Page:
SACRAMENTO — In a rare showing of bipartisan unity, the state Assembly approved a proposal to keep nearly 700,000 children from being pushed off a government health insurance program for the working poor.
The measure brokered by Assembly Speaker Karen Bass (D-Los Angeles) barely passed in the state Senate a day earlier but sailed to an easy victory in the lower house on a 62-5 vote.
Bass called the resounding victory for the state's Healthy Families program -- achieved with the support of 13 Republicans who joined the majority Democrats -- one of the most heartening votes in a year beset by partisan squabbling.
"It's a memorable day when we come together across party lines to stand up for the children in California," she said.
The vote sends the measure to Gov. Arnold Schwarzenegger, who called it "a great victory for California's kids" and promised to sign it.
Under the rescue effort, Healthy Families will reap $196 million to keep 660,000 children of low-income families from losing health insurance provided by the government program. Much of the money will come from a new 2.35% tax on health insurance companies that will be used to leverage nearly $100 million in federal matching funds.
With just more than a week left in this year's legislative session, state lawmakers approved dozens of other bills Thursday, including a measure supported by the Los Angeles school district that allows districts to use state instructional materials money to buy devices that let students read textbooks electronically.
AB 1398 by Assemblyman Bob Blumenfield (D-Woodland Hills) was introduced to help low-income students who may not be able to afford the electronic readers.
Another bill, SB 680 by Sen. Gloria Romero (D-Los Angeles), allows students to transfer to other school districts. It passed the Assembly on Thursday even though some Democrats, including Assemblyman Edward Hernandez of West Covina, said it would benefit wealthy students whose parents know how to work the system at the expense of poorer children left behind.
The transfers were previously allowed by a law that expired in July.
The Senate also approved a bill inspired by a federal investigation into whether private equity firms illegally paid middlemen to win business managing money for New York's pension funds. AB 1584 requires disclosure of fees paid to investment placement agents as well as campaign contributions and gifts they make to retirement board members.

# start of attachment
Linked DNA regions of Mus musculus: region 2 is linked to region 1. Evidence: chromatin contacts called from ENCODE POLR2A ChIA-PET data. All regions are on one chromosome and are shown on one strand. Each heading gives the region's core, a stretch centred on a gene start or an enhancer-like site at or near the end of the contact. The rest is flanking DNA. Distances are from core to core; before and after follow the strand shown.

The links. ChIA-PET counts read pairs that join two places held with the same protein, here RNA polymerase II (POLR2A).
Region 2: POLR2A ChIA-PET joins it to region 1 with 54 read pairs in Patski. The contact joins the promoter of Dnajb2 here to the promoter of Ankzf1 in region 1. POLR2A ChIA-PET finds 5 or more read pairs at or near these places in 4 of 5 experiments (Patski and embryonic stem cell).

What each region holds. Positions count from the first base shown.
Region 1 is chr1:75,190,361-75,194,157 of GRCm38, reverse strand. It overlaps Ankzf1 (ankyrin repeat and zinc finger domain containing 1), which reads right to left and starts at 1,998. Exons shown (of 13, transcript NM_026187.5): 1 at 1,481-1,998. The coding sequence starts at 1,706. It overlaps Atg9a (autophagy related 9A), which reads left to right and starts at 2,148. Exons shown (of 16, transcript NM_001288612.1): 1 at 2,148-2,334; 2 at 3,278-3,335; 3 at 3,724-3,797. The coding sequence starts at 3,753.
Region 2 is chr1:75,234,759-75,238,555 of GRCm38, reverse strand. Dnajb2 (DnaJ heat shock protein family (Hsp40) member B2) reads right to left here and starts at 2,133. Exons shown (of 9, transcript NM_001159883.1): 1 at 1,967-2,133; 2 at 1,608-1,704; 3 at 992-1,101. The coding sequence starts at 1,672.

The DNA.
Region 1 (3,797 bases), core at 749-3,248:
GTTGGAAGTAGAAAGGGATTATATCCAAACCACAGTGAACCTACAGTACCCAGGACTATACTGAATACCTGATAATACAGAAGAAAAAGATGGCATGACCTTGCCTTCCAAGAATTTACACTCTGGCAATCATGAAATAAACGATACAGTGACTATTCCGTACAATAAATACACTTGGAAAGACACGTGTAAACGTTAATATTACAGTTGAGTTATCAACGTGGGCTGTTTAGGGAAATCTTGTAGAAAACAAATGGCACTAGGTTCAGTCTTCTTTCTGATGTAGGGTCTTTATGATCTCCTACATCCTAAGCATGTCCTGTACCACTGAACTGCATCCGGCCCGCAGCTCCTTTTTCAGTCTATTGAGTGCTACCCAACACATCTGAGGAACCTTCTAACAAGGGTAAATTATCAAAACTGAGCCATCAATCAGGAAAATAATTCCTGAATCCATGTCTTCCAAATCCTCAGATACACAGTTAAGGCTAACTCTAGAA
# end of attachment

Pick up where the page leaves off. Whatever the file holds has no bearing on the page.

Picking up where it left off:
The Senate also approved a measure Thursday restoring two restitution centers for non-violent inmates that were closed last year in Los Angeles County.
Not all of the action was on the Assembly and Senate floors. Backers of a bid to build a professional football stadium in the city of Industry aggressively lobbied legislative leaders Thursday on a plan to waive environmental and planning rules for the proposed 75,000-seat structure.
Billionaire real estate developer Ed Roski pitched his idea -- as a job-creating machine -- to Senate leader Darrell Steinberg (D-Sacramento) and Assembly Speaker Bass in a meeting Thursday that also included Maria Elena Durazo, head of the Los Angeles County Federation of Labor. The lawmakers pledged to consider the plan, although no one has introduced legislation yet.
"The project may be an important opportunity to create thousands of high-wage jobs," said Alicia Trost, a spokeswoman for Steinberg, after the meeting in his office. "He is considering it."
Shannon Murphy, a spokeswoman for Bass, said, "If there's a way to maximize jobs with minimal impact on the environment, this speaker's going to look at it."
The proposal would also protect the stadium project from lawsuits, such as one filed by the adjacent city of Walnut in an attempt to thwart it.
"If the California Legislature gets involved, it certainly takes away local control," said Rob Wishner, Walnut's city manager.
Later in the day, Steinberg and Bass launched an effort to remodel the bedrock workings of state government.
They announced a new 20-member Select Committee on Reform that will meet this fall and winter to craft potential changes -- including tweaks in the Legislature's working rules and constitutional revisions that would require a vote of the people.